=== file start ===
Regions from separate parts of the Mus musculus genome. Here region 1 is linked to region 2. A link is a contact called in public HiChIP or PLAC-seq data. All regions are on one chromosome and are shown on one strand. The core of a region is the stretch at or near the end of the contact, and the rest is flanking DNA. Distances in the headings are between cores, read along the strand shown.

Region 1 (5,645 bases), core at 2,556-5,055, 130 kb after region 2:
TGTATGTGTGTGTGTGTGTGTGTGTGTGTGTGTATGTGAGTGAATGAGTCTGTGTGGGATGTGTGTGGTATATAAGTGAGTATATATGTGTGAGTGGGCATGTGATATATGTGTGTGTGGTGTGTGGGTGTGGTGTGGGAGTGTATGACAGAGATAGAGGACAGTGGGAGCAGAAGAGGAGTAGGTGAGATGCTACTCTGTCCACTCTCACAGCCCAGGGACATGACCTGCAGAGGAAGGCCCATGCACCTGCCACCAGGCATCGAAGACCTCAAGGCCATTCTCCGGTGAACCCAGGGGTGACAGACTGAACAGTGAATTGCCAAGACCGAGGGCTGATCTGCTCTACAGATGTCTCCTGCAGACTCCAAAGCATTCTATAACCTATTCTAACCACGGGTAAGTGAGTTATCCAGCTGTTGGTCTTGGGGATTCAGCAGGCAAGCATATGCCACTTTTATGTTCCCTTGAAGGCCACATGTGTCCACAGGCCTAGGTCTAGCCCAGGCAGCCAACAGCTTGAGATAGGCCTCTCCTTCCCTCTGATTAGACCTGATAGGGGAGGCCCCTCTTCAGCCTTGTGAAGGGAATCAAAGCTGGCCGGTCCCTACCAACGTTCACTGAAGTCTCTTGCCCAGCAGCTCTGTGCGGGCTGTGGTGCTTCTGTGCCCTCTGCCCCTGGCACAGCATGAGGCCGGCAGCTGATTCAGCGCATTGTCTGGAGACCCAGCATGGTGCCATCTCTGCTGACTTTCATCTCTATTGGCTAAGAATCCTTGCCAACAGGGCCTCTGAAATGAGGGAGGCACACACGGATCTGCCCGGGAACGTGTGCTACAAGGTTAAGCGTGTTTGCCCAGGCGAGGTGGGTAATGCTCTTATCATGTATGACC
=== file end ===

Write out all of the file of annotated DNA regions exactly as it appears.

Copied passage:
Regions from separate parts of the Mus musculus genome. Here region 1 is linked to region 2. A link is a contact called in public HiChIP or PLAC-seq data. All regions are on one chromosome and are shown on one strand. The core of a region is the stretch at or near the end of the contact, and the rest is flanking DNA. Distances in the headings are between cores, read along the strand shown.

Region 1 (5,645 bases), core at 2,556-5,055, 130 kb after region 2:
TGTATGTGTGTGTGTGTGTGTGTGTGTGTGTGTATGTGAGTGAATGAGTCTGTGTGGGATGTGTGTGGTATATAAGTGAGTATATATGTGTGAGTGGGCATGTGATATATGTGTGTGTGGTGTGTGGGTGTGGTGTGGGAGTGTATGACAGAGATAGAGGACAGTGGGAGCAGAAGAGGAGTAGGTGAGATGCTACTCTGTCCACTCTCACAGCCCAGGGACATGACCTGCAGAGGAAGGCCCATGCACCTGCCACCAGGCATCGAAGACCTCAAGGCCATTCTCCGGTGAACCCAGGGGTGACAGACTGAACAGTGAATTGCCAAGACCGAGGGCTGATCTGCTCTACAGATGTCTCCTGCAGACTCCAAAGCATTCTATAACCTATTCTAACCACGGGTAAGTGAGTTATCCAGCTGTTGGTCTTGGGGATTCAGCAGGCAAGCATATGCCACTTTTATGTTCCCTTGAAGGCCACATGTGTCCACAGGCCTAGGTCTAGCCCAGGCAGCCAACAGCTTGAGATAGGCCTCTCCTTCCCTCTGATTAGACCTGATAGGGGAGGCCCCTCTTCAGCCTTGTGAAGGGAATCAAAGCTGGCCGGTCCCTACCAACGTTCACTGAAGTCTCTTGCCCAGCAGCTCTGTGCGGGCTGTGGTGCTTCTGTGCCCTCTGCCCCTGGCACAGCATGAGGCCGGCAGCTGATTCAGCGCATTGTCTGGAGACCCAGCATGGTGCCATCTCTGCTGACTTTCATCTCTATTGGCTAAGAATCCTTGCCAACAGGGCCTCTGAAATGAGGGAGGCACACACGGATCTGCCCGGGAACGTGTGCTACAAGGTTAAGCGTGTTTGCCCAGGCGAGGTGGGTAATGCTCTTATCATGTATGACC